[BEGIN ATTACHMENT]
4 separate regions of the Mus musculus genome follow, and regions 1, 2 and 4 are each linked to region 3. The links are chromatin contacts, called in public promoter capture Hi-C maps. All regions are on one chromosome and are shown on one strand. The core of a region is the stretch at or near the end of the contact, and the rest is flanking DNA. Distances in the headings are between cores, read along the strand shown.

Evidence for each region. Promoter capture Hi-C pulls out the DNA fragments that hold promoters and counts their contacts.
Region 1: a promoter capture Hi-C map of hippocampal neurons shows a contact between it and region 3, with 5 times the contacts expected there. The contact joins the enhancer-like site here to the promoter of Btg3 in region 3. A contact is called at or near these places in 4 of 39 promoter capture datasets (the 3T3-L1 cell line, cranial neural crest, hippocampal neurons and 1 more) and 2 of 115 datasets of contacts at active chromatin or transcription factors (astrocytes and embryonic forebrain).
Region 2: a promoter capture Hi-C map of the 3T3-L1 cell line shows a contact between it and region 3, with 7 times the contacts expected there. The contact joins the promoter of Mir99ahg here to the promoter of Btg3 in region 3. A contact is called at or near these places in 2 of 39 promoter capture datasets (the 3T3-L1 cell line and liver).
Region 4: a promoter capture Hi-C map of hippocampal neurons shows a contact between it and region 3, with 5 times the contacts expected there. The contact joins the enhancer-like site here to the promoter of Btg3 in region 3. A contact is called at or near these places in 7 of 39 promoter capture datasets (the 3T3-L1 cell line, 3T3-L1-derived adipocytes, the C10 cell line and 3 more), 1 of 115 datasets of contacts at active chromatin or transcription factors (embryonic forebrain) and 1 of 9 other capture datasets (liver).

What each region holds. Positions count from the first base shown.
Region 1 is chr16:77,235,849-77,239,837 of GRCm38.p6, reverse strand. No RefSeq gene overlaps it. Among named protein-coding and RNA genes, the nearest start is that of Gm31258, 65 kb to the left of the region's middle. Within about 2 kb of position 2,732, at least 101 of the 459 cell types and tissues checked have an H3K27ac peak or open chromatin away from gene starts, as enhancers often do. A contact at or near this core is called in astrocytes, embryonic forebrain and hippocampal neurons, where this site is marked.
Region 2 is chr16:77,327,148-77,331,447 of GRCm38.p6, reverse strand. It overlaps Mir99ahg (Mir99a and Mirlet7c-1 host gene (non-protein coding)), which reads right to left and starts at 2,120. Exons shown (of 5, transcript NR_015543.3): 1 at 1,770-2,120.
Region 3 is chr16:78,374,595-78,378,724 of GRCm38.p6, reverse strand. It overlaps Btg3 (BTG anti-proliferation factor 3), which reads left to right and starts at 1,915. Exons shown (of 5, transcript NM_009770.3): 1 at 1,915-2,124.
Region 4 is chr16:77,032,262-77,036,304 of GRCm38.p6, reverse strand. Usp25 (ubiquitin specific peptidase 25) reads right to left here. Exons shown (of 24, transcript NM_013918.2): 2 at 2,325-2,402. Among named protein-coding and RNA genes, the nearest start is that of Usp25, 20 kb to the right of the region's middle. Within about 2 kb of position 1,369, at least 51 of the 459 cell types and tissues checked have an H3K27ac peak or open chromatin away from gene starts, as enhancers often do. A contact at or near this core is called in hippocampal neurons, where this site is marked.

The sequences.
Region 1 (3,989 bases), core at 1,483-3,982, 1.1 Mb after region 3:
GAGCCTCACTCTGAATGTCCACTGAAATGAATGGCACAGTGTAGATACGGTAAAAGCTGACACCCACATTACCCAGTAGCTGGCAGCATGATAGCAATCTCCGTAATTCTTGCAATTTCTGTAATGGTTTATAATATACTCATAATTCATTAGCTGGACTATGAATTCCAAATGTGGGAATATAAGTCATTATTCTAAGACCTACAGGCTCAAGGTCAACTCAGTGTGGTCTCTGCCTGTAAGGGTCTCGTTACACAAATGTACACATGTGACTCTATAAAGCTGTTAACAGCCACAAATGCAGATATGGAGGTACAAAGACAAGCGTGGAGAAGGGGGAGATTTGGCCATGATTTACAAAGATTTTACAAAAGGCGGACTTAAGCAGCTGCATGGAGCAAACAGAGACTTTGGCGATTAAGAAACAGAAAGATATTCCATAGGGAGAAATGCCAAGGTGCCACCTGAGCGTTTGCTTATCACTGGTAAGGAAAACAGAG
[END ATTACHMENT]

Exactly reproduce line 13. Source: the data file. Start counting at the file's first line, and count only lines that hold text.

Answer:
GAGCCTCACTCTGAATGTCCACTGAAATGAATGGCACAGTGTAGATACGGTAAAAGCTGACACCCACATTACCCAGTAGCTGGCAGCATGATAGCAATCTCCGTAATTCTTGCAATTTCTGTAATGGTTTATAATATACTCATAATTCATTAGCTGGACTATGAATTCCAAATGTGGGAATATAAGTCATTATTCTAAGACCTACAGGCTCAAGGTCAACTCAGTGTGGTCTCTGCCTGTAAGGGTCTCGTTACACAAATGTACACATGTGACTCTATAAAGCTGTTAACAGCCACAAATGCAGATATGGAGGTACAAAGACAAGCGTGGAGAAGGGGGAGATTTGGCCATGATTTACAAAGATTTTACAAAAGGCGGACTTAAGCAGCTGCATGGAGCAAACAGAGACTTTGGCGATTAAGAAACAGAAAGATATTCCATAGGGAGAAATGCCAAGGTGCCACCTGAGCGTTTGCTTATCACTGGTAAGGAAAACAGAG